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The core of the debate

Global warming - While debate rages over whether global warming is man-made, a Cornish company is helping find the answer by taking coral cores in Tahiti. Mark Hansford reports.

Is it merely a matter of time before global warming destroys life on earth- Or can proof that it is indeed the result of human activity help us save the planet?

Cornish marine contractor Seacore's latest project - extracting cores from tropical coral reefs to find carbon data millions of years old - may achieve just that if it uncovers compelling evidence that today's rate of climate change is unlike any other in history. It may even be the evidence to persuade the likes of US president George Bush that global warming is very rapid and very man made.

Pressure to understand climate change is constantly increasing. Last month research carried out by the British Trust for Ornithology warned that warming temperatures, melting of polar ice and rising sea levels will lead to the extinction of many species of animals and birds.

'In geological terms global warming is happening quickly. If we can find evidence of a similar rate of increase in the past, then that argues against it being a man-made phenomenon, ' says Seacore exploration director Marcus Rampley.

Seacore is extracting the core for client the Integrated Ocean Drilling Program (see box) in a ú2.5M ($4.5M) contract to perform a marine site investigation of the seabed at three offshore locations around the coast of the French Polynesian island of Tahiti in the South Pacific Ocean. This follows coring operations in the Arctic and Antarctic circles, and in sub-equatorial Lake Malawi.

The detailed and challenging investigation requires Seacore to sink 19 boreholes and take core samples of seabed sediments and substrata at up to 105m penetration in water depths ranging from 30m to 310m.

The expedition aims to provide geological information that will allow climate scientists to reconstruct the sea-level rise that followed the last major glacial event 21,000 years ago, when half of North America and most of Northern Europe were covered by thick ice sheets and sea level was about 120m lower than today.

In addition, the expedition aims to reproduce associated changes in sea surface temperatures and to analyse the effects of climatic and sea-level changes on reef building (see box).

'It's like counting the rings on a tree, ' says Rampley. 'We are targeting information on sediment in relatively undisturbed areas. Looking at the paleoenvironment that fossils lived in you can work out the sea temperature at that time, and then radio carbon date the fossil to be sure of its age.'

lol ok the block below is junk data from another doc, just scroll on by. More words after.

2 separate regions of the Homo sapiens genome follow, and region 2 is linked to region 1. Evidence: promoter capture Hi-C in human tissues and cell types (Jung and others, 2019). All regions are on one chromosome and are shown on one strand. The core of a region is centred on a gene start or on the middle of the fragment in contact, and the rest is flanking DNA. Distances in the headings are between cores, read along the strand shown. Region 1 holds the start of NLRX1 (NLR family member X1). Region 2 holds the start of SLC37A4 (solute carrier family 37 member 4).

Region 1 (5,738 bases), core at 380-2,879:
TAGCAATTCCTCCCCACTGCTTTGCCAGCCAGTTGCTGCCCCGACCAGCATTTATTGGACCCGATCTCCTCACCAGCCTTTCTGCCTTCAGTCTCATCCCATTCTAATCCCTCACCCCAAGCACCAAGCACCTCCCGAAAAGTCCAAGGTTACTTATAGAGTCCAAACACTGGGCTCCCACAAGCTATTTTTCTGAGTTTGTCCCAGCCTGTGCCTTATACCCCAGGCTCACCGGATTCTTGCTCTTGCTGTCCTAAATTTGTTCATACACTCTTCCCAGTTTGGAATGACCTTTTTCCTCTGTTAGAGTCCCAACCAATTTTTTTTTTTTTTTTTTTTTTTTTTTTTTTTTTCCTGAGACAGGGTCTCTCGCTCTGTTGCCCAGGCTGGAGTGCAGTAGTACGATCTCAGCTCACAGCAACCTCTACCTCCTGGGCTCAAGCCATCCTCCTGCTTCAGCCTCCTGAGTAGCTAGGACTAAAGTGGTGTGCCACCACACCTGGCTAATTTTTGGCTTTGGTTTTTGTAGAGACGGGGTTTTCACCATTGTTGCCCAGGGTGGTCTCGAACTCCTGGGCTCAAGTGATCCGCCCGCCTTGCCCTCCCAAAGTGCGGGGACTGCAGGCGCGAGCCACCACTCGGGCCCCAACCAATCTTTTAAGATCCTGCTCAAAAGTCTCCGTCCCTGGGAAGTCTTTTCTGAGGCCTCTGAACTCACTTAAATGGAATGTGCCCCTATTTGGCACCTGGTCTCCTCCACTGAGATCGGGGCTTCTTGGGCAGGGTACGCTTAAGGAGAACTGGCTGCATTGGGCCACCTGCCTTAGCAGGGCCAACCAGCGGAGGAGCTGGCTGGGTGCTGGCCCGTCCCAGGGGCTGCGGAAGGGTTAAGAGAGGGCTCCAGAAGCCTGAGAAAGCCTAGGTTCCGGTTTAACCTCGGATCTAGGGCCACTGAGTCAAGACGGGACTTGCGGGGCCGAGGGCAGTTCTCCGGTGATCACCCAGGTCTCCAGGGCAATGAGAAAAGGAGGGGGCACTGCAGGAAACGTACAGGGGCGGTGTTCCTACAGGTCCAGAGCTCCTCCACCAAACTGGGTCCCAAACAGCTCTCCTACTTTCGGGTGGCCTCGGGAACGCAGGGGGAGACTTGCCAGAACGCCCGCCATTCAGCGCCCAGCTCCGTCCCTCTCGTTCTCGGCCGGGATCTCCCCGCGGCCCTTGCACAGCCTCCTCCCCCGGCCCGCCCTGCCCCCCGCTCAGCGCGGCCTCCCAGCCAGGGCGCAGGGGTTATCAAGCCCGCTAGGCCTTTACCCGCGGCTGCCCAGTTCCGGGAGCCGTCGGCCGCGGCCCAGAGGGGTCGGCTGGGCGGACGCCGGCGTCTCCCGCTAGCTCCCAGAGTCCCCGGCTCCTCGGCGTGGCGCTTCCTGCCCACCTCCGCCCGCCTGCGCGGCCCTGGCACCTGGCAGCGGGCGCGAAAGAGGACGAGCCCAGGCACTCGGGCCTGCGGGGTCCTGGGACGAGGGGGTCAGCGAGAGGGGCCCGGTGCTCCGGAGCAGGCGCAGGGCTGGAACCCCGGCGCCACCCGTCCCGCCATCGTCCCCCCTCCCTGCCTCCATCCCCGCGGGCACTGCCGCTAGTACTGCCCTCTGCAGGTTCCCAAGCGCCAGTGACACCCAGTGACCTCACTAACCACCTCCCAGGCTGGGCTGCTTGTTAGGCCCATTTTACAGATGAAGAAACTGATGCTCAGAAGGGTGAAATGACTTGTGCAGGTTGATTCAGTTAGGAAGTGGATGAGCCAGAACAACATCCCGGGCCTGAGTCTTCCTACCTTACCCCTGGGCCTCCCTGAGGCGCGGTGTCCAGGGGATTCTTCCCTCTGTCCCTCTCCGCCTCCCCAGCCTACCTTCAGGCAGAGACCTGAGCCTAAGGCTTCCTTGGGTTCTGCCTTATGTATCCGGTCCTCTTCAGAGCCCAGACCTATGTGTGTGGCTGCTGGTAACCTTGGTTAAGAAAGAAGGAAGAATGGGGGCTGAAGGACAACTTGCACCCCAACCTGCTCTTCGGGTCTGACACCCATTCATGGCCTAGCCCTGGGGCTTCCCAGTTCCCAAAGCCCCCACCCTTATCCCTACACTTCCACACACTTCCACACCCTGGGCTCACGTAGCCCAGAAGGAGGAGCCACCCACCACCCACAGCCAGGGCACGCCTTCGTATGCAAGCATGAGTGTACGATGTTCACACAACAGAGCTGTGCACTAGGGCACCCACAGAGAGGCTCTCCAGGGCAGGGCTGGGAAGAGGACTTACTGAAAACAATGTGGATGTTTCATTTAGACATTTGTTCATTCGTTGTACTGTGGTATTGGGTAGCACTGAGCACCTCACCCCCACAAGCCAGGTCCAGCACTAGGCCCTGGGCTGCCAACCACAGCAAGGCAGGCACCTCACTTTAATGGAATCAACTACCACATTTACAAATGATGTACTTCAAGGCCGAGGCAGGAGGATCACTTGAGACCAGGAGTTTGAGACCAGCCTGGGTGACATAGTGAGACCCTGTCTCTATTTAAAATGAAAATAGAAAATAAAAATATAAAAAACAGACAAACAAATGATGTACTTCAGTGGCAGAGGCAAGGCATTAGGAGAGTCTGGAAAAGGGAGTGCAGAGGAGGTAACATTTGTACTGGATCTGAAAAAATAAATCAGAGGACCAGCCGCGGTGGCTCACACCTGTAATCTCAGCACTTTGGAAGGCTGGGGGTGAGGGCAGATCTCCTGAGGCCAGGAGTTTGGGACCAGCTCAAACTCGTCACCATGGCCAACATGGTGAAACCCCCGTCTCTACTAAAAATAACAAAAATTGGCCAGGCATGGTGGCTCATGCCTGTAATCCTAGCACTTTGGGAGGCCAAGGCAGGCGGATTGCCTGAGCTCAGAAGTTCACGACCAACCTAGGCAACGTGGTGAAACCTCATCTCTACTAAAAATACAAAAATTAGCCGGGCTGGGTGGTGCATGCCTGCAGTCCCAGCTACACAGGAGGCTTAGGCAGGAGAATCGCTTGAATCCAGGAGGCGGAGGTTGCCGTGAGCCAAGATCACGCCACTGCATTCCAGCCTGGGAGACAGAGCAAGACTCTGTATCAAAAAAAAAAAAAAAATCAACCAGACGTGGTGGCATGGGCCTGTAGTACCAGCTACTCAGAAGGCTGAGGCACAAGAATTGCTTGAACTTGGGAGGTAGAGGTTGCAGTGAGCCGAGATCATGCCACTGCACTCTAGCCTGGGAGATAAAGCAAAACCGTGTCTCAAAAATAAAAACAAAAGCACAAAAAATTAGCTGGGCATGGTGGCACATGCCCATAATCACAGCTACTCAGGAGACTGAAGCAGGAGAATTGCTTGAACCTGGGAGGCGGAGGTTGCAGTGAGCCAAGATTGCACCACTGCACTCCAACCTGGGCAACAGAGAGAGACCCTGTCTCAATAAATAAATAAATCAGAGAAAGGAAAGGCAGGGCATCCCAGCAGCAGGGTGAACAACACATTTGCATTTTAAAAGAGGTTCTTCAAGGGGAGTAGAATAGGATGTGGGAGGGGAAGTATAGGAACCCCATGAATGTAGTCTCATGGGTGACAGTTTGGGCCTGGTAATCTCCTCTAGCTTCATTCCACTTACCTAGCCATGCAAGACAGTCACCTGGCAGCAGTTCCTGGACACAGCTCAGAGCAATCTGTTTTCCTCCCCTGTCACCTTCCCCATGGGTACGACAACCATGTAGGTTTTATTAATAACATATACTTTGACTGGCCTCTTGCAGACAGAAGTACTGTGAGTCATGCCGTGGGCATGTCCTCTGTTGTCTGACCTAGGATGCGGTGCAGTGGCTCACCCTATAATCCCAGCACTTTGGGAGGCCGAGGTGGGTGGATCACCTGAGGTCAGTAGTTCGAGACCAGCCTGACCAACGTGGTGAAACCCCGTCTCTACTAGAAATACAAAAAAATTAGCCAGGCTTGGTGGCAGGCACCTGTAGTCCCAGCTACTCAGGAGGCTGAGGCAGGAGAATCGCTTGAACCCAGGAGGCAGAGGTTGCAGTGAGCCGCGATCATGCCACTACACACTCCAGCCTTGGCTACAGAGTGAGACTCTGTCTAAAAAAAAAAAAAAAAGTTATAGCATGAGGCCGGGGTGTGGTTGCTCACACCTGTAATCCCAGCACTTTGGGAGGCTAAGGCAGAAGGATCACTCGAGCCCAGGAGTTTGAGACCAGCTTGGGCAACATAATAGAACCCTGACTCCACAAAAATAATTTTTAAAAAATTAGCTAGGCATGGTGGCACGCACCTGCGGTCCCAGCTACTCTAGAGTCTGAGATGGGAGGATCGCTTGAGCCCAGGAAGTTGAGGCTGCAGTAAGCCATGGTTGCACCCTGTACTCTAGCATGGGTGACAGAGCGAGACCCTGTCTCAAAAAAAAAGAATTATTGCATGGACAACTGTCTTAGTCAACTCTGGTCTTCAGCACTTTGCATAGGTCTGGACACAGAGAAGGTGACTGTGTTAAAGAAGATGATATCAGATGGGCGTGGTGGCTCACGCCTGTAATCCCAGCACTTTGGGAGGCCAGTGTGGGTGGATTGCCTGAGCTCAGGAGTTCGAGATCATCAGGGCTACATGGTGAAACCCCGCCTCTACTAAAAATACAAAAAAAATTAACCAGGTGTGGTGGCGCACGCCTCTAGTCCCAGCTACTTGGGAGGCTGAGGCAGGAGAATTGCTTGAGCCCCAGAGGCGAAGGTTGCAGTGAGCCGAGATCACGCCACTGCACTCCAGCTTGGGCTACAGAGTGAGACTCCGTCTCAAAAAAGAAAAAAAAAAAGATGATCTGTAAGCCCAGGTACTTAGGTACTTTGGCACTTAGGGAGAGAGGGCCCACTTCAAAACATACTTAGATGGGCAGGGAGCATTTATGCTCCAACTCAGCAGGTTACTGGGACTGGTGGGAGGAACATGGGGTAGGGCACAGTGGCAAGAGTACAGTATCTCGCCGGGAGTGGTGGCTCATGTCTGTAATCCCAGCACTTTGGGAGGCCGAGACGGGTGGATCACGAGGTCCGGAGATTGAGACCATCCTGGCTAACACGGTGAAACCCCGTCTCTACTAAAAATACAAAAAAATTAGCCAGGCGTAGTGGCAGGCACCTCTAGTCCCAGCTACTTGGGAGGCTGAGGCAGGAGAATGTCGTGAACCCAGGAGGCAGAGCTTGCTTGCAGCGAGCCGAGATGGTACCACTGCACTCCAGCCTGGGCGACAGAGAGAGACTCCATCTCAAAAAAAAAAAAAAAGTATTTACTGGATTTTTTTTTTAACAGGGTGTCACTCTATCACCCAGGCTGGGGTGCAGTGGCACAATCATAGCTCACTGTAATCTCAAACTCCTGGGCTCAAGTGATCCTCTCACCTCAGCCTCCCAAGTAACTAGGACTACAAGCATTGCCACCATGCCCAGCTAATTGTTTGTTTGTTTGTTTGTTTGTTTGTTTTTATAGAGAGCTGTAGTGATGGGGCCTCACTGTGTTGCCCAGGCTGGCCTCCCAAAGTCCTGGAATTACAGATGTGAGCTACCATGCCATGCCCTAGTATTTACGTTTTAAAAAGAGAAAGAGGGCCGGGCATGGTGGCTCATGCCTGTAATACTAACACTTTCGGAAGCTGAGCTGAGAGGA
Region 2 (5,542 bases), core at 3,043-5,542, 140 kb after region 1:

On last year's expedition to the Arctic Ocean Seacore was working in water depths of 800m to 1,400m, and recovered cores up to 428m into the seabed from sites along the 1,800km long Lomonosov Ridge, which extends from Greenland towards Russia (NCE 8/15 April 2004).

Initial results from that venture have already excited the scientific community by appearing to indicate that the Arctic Ocean was frozen as early as 15M years ago, much earlier than previously thought.

Back to Tahiti, and Seacore has plenty to worry about technically. 'For a start we cannot use anchors because they would damage the coral, ' says Rampley.

'Then there is cooling and clearing the drill. Ordinarily we use drilling mud to cool the drill bit and clear the cuttings.

But the problem is this mud is biodegradable, and that process uses oxygen, which would take oxygen away from the coral and damage it. So we are using seawater only as coolant, but that means we stand a real chance of the drill jamming up. It may compromise the quality of the core, ' he says.

And then there is another, not insignificant challenge, given recent events. 'We are working within 10km of the island, which is well known as a surfers paradise, ' says Rampley.

'That means big waves. We are working in the calm season - we hope.' And then there is the issue of where they are. Tahiti is still a long way from home if anything breaks and spares are needed.

'Our crews really are multidisciplined and by and large selfsufficient, ' reassures Rampley.

'The guys are mostly local and their background is fishing and mining. This gives them common sense and experience in working in a harsh environment. We then give them five years of training.

They don't have preconceived ideas and in a dilemma are very self reliant.' Seacore will drill with its own heave-compensated R100 drill rig, built initially for the Lomonosov Ridge project, mounted on the multi service construction vessel DP Hunter.

DP Hunter left port at Tampa, Florida, on 6 September, passing through the Panama Canal on 14/15 September. The ship is now on station off the coast of Tahiti and began coring last week. Rampley expects the work to take 40 days.

The recovered cores will be left complete and taken to the IODP Core Repository at Bremen University, Germany, for detailed analysis.

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